The Law of Unintended Consequences
Robert K. Merton (1936) was responsible for many other sociological ideas captured in phrases that became widely used in ordinary conversation. A further example is the now famous Law of Unanticipated Consequences.
Much of Merton’s analytic work focused on both consequences of action that were not anticipated by the actor. Adumbrations of the idea of unanticipated consequences can be traced far back in time, at least to the Scottish Enlightenment, and one can find anticipations of the idea in Joseph Schumpeter’s work, for example, but it was Merton in the mid-20th century that systematically analyzed and classified types and determinants of unanticipated consequences of purposive action. There are positive unanticipated benefits, which we have seen repeatedly as part of serendipity, or serendipitous discoveries in science; there’s Murphy’s Law type unanticipated consequences: “What Can Go Wrong, Will Go Wrong”; and there are perverse effects that result in the opposite of what was intended. Merton identified five principle causes of unanticipated consequences: ignorance; error; immediate interest which neglects consideration of longer term, and potentially, negative consequences, basic values that may enjoin us not to act in certain ways, despite the likelihood of the actions producing unanticipated, negative consequences; and self-defeating prophecy, in which people do not take action because they fear negative and unanticipated consequences.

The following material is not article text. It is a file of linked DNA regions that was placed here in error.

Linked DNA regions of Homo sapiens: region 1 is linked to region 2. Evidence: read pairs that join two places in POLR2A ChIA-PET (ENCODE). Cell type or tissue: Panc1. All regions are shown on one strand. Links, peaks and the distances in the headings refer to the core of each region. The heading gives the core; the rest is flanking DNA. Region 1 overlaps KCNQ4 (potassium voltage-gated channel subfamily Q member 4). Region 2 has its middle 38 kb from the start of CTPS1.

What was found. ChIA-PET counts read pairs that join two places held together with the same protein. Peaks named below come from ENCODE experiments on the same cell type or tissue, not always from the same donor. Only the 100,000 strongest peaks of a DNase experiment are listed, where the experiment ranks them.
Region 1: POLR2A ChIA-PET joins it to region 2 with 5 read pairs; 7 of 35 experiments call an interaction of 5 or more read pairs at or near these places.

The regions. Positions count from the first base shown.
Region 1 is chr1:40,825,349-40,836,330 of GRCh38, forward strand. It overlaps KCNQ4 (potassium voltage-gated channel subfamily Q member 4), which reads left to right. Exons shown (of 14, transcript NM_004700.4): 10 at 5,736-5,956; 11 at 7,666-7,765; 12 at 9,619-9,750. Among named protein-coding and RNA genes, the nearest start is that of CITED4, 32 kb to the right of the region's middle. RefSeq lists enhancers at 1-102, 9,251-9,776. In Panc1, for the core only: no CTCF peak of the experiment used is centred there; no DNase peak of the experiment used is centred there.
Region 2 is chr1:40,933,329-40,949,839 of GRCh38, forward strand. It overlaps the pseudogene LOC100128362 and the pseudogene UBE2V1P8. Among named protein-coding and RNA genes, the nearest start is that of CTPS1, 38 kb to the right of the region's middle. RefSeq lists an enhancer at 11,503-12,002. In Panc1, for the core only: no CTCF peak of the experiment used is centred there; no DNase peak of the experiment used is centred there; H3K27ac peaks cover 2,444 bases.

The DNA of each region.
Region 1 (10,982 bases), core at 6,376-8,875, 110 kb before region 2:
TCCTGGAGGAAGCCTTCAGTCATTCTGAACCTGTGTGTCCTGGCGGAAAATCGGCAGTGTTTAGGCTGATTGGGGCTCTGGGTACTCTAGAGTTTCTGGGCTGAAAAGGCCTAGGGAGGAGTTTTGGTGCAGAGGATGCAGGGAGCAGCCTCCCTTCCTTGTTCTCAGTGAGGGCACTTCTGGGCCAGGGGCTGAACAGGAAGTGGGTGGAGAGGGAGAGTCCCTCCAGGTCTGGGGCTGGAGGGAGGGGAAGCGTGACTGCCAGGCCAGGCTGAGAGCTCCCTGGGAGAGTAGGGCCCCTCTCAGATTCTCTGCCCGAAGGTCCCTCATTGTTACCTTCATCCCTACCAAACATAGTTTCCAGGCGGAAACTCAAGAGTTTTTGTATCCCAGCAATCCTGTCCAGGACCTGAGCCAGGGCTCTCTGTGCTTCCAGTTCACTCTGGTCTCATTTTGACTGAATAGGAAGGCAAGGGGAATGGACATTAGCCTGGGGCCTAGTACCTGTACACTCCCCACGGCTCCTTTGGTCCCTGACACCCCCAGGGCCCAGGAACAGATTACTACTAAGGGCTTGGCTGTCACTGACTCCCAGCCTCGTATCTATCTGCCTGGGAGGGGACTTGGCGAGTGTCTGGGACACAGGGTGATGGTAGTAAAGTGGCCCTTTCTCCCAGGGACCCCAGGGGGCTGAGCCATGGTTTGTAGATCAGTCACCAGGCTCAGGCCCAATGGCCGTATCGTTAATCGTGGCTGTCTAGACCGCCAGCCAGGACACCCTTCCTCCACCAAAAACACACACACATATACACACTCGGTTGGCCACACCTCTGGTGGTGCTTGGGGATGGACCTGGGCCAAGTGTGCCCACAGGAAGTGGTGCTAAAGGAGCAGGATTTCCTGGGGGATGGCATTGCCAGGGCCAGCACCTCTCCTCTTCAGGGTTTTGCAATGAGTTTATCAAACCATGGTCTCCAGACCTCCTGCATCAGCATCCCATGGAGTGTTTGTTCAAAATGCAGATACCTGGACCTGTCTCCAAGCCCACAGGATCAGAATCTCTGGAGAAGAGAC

A good example, if true, can be found in the popular book Freakonomics, in which Steven D. Levitt and Stephen J. Dubner argue that an unanticipated consequences of the Rove v. Wade (1973) abortion decision was a sharp reduction in crime in the 1990s.